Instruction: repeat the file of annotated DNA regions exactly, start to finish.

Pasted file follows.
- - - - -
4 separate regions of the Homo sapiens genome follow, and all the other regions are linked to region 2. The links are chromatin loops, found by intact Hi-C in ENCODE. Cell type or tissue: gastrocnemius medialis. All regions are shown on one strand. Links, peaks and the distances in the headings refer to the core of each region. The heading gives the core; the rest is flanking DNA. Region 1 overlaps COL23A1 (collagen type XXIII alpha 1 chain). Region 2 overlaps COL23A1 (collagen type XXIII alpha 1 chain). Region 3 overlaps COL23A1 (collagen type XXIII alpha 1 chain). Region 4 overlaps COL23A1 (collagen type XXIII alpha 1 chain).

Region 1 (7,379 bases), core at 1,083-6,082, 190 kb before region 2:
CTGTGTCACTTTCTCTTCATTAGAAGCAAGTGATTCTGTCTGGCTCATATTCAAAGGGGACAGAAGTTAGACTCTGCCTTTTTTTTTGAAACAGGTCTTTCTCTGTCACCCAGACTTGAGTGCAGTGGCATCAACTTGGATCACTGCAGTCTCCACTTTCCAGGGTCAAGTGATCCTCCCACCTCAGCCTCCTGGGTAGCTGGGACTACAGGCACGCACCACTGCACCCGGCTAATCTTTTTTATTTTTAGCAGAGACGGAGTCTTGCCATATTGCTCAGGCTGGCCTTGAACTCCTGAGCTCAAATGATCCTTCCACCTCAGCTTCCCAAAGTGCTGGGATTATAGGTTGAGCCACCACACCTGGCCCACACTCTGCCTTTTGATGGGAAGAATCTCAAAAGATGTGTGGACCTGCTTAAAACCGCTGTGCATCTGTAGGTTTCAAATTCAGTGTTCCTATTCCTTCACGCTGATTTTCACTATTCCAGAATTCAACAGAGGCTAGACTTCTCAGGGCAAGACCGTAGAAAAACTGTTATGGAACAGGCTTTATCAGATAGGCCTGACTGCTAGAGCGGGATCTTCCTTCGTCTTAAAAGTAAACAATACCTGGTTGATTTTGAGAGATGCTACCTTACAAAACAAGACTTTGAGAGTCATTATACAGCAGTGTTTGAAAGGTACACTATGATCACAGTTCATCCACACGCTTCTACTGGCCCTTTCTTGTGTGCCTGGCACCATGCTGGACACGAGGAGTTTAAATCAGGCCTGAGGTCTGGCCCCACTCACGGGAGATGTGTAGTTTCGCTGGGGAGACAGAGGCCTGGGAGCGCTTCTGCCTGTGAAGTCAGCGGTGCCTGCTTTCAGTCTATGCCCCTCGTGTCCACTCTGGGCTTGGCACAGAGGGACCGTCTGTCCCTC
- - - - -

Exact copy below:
4 separate regions of the Homo sapiens genome follow, and all the other regions are linked to region 2. The links are chromatin loops, found by intact Hi-C in ENCODE. Cell type or tissue: gastrocnemius medialis. All regions are shown on one strand. Links, peaks and the distances in the headings refer to the core of each region. The heading gives the core; the rest is flanking DNA. Region 1 overlaps COL23A1 (collagen type XXIII alpha 1 chain). Region 2 overlaps COL23A1 (collagen type XXIII alpha 1 chain). Region 3 overlaps COL23A1 (collagen type XXIII alpha 1 chain). Region 4 overlaps COL23A1 (collagen type XXIII alpha 1 chain).

Region 1 (7,379 bases), core at 1,083-6,082, 190 kb before region 2:
CTGTGTCACTTTCTCTTCATTAGAAGCAAGTGATTCTGTCTGGCTCATATTCAAAGGGGACAGAAGTTAGACTCTGCCTTTTTTTTTGAAACAGGTCTTTCTCTGTCACCCAGACTTGAGTGCAGTGGCATCAACTTGGATCACTGCAGTCTCCACTTTCCAGGGTCAAGTGATCCTCCCACCTCAGCCTCCTGGGTAGCTGGGACTACAGGCACGCACCACTGCACCCGGCTAATCTTTTTTATTTTTAGCAGAGACGGAGTCTTGCCATATTGCTCAGGCTGGCCTTGAACTCCTGAGCTCAAATGATCCTTCCACCTCAGCTTCCCAAAGTGCTGGGATTATAGGTTGAGCCACCACACCTGGCCCACACTCTGCCTTTTGATGGGAAGAATCTCAAAAGATGTGTGGACCTGCTTAAAACCGCTGTGCATCTGTAGGTTTCAAATTCAGTGTTCCTATTCCTTCACGCTGATTTTCACTATTCCAGAATTCAACAGAGGCTAGACTTCTCAGGGCAAGACCGTAGAAAAACTGTTATGGAACAGGCTTTATCAGATAGGCCTGACTGCTAGAGCGGGATCTTCCTTCGTCTTAAAAGTAAACAATACCTGGTTGATTTTGAGAGATGCTACCTTACAAAACAAGACTTTGAGAGTCATTATACAGCAGTGTTTGAAAGGTACACTATGATCACAGTTCATCCACACGCTTCTACTGGCCCTTTCTTGTGTGCCTGGCACCATGCTGGACACGAGGAGTTTAAATCAGGCCTGAGGTCTGGCCCCACTCACGGGAGATGTGTAGTTTCGCTGGGGAGACAGAGGCCTGGGAGCGCTTCTGCCTGTGAAGTCAGCGGTGCCTGCTTTCAGTCTATGCCCCTCGTGTCCACTCTGGGCTTGGCACAGAGGGACCGTCTGTCCCTC